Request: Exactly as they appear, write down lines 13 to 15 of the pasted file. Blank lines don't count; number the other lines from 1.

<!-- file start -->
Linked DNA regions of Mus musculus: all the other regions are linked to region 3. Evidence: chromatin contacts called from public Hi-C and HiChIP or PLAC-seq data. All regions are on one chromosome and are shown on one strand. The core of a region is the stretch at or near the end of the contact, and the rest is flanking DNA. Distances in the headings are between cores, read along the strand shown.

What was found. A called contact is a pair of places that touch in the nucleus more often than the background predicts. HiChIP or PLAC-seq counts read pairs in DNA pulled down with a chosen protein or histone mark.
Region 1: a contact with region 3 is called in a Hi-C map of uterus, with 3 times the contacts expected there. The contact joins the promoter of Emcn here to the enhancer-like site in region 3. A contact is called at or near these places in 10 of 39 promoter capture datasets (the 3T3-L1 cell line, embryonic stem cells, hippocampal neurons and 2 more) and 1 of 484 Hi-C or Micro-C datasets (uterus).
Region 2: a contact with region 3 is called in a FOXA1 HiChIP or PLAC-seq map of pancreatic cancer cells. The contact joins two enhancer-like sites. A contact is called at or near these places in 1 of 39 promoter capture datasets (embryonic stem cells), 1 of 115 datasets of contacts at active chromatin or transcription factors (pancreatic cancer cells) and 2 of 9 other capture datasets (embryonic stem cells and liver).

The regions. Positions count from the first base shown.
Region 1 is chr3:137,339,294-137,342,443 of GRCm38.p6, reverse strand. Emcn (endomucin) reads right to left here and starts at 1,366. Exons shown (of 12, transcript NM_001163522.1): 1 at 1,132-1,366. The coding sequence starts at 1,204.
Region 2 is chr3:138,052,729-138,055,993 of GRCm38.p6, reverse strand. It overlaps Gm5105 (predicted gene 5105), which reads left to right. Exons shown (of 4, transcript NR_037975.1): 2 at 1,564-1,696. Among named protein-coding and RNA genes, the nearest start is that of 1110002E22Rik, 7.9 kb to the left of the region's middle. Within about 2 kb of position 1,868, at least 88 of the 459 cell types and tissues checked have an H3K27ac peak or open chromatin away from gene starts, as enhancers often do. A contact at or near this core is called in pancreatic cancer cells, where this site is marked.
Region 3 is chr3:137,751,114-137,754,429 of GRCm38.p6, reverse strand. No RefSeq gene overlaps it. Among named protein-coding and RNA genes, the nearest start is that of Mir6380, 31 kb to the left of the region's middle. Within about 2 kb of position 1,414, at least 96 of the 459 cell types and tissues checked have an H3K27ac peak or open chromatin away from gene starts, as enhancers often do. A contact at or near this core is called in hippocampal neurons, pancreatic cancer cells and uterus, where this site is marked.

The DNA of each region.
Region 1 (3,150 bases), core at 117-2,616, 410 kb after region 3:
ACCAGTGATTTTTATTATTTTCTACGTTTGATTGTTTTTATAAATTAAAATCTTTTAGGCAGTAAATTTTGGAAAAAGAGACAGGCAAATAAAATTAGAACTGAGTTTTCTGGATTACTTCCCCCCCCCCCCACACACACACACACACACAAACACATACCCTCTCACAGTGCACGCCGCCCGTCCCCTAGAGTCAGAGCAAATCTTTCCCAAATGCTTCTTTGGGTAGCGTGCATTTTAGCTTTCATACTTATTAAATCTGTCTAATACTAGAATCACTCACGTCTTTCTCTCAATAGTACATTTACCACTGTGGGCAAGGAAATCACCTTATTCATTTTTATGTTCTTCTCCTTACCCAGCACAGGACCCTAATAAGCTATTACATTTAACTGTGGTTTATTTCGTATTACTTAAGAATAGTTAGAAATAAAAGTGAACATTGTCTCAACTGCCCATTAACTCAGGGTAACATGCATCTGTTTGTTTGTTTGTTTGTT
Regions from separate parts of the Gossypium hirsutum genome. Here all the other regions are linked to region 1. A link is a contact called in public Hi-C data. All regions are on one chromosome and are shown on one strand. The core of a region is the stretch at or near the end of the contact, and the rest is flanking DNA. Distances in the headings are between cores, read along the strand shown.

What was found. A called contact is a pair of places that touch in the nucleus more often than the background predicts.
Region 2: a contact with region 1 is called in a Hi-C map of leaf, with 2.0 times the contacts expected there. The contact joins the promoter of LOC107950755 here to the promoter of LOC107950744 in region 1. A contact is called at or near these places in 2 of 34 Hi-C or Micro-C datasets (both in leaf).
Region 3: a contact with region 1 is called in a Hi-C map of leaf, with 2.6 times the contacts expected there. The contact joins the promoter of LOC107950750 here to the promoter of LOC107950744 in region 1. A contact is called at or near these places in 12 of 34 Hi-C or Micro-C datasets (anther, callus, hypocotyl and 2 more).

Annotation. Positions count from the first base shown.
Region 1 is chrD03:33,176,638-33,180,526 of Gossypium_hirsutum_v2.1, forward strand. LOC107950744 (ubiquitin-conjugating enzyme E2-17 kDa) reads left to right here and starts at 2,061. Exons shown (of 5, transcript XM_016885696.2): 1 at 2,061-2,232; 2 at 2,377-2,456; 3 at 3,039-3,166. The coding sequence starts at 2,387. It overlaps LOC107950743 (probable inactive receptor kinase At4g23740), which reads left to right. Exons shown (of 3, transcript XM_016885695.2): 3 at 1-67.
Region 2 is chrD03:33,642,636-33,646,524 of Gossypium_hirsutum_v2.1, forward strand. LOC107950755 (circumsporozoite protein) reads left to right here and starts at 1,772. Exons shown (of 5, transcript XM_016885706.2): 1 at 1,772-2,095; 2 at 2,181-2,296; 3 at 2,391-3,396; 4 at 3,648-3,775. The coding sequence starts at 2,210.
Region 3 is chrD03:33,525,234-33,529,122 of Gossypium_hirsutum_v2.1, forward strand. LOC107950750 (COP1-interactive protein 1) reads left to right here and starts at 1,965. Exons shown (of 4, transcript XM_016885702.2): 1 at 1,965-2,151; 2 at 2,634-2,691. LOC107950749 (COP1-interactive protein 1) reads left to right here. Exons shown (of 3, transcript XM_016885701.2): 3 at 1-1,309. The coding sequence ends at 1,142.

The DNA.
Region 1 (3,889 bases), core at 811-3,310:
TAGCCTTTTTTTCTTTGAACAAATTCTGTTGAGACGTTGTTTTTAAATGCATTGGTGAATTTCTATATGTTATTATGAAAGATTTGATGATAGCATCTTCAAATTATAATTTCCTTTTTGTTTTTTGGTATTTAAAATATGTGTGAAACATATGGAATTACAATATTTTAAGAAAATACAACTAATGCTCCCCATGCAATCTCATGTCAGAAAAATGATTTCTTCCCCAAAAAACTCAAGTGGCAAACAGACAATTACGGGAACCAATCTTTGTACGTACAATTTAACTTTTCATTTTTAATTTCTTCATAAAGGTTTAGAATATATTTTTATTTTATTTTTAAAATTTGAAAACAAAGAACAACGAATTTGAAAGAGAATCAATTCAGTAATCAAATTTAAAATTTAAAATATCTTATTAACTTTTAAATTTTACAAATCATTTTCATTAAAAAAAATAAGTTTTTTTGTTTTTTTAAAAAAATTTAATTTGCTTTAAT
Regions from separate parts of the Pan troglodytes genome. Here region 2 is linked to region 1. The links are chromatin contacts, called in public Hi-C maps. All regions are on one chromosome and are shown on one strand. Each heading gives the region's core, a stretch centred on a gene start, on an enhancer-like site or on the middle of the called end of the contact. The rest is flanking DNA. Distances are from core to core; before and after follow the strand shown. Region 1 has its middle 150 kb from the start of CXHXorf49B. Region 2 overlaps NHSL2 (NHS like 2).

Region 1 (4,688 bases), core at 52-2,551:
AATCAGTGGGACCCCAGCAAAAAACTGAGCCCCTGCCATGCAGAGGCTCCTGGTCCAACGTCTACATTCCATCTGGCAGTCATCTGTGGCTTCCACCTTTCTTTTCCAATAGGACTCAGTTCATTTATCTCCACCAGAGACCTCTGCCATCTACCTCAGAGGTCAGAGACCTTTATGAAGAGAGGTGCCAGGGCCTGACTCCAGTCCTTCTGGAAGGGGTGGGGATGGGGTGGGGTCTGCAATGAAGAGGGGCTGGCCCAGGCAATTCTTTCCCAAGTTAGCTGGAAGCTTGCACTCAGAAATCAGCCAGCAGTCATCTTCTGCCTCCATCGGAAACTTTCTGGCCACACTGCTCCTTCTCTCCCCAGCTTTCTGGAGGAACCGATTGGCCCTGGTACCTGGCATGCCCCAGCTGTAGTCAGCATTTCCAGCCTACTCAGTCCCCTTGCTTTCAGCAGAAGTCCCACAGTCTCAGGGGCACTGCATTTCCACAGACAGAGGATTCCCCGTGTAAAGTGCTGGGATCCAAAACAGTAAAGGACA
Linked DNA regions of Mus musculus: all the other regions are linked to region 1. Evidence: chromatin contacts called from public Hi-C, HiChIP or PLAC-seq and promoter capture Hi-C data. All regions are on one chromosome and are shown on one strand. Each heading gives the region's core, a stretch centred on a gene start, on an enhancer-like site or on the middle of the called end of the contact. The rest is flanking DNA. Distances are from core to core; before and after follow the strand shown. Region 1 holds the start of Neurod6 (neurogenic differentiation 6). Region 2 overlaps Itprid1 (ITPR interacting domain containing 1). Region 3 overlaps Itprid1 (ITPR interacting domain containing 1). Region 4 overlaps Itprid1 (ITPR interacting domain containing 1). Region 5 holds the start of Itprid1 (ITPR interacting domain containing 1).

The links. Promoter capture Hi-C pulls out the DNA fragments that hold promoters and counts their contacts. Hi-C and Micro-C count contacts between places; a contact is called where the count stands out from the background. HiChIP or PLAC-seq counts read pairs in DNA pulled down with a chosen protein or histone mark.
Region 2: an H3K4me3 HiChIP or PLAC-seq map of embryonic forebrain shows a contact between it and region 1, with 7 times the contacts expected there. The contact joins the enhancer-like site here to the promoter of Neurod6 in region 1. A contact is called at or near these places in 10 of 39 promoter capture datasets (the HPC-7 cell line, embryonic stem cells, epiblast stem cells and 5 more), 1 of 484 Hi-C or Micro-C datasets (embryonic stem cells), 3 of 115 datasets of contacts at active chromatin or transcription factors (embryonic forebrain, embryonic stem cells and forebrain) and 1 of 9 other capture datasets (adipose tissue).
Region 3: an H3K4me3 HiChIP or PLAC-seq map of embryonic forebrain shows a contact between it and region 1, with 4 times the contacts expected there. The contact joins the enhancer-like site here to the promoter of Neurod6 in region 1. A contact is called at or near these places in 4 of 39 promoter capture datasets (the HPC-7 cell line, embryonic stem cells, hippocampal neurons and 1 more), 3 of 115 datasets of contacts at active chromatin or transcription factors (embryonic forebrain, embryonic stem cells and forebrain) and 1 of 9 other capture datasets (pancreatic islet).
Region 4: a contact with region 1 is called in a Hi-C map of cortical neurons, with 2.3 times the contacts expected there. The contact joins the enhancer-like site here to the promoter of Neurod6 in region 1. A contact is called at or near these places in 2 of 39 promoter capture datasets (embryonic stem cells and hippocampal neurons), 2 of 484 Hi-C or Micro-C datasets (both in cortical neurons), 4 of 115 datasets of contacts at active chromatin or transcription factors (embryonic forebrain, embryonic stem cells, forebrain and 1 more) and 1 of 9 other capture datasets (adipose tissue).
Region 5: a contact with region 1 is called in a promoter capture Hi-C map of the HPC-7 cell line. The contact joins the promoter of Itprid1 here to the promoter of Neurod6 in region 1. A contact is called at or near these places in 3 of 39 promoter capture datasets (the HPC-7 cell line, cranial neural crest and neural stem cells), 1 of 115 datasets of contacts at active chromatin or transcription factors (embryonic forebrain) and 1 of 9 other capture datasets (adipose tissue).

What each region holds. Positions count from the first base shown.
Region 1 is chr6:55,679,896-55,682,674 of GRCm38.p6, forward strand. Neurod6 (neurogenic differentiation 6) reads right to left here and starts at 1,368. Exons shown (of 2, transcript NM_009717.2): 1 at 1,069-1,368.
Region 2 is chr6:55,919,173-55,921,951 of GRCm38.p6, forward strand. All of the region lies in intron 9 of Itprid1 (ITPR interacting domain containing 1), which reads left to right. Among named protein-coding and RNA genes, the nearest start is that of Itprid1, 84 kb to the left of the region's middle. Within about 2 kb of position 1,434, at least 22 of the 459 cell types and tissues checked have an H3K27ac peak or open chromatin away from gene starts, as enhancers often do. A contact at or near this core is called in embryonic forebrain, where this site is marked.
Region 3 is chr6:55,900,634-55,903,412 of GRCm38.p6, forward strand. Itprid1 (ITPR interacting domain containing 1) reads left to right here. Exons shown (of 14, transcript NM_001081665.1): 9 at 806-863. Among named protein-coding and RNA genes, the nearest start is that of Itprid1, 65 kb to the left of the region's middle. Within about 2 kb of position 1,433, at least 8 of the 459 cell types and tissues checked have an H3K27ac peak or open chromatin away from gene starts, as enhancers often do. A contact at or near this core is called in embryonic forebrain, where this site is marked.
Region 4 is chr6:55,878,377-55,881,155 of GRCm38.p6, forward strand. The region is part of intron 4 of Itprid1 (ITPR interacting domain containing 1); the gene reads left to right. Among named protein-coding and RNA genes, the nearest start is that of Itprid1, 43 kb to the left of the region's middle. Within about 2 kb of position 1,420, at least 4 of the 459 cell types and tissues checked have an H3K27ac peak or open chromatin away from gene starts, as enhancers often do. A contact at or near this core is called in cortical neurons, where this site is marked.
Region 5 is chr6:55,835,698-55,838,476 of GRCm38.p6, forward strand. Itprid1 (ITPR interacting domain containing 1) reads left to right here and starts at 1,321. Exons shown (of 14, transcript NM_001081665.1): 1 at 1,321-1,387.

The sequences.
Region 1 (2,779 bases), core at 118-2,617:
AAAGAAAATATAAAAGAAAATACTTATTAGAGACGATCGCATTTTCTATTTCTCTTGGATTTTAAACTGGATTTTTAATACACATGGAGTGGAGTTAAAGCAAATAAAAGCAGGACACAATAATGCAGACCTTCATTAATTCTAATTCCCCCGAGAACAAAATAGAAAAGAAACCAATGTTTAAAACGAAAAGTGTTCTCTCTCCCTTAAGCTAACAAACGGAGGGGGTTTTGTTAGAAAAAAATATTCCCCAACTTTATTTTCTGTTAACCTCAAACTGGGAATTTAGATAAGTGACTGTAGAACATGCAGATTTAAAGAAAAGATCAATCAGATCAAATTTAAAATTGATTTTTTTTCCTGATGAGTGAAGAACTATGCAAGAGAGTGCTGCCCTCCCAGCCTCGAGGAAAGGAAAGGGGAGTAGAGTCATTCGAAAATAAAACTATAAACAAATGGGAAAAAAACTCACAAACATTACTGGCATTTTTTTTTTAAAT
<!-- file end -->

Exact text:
What was found. A called contact is a pair of places that touch in the nucleus more often than the background predicts.
Region 2: a contact with region 1 is called in a Hi-C map of leaf, with 2.0 times the contacts expected there. The contact joins the promoter of LOC107950755 here to the promoter of LOC107950744 in region 1. A contact is called at or near these places in 2 of 34 Hi-C or Micro-C datasets (both in leaf).
Region 3: a contact with region 1 is called in a Hi-C map of leaf, with 2.6 times the contacts expected there. The contact joins the promoter of LOC107950750 here to the promoter of LOC107950744 in region 1. A contact is called at or near these places in 12 of 34 Hi-C or Micro-C datasets (anther, callus, hypocotyl and 2 more).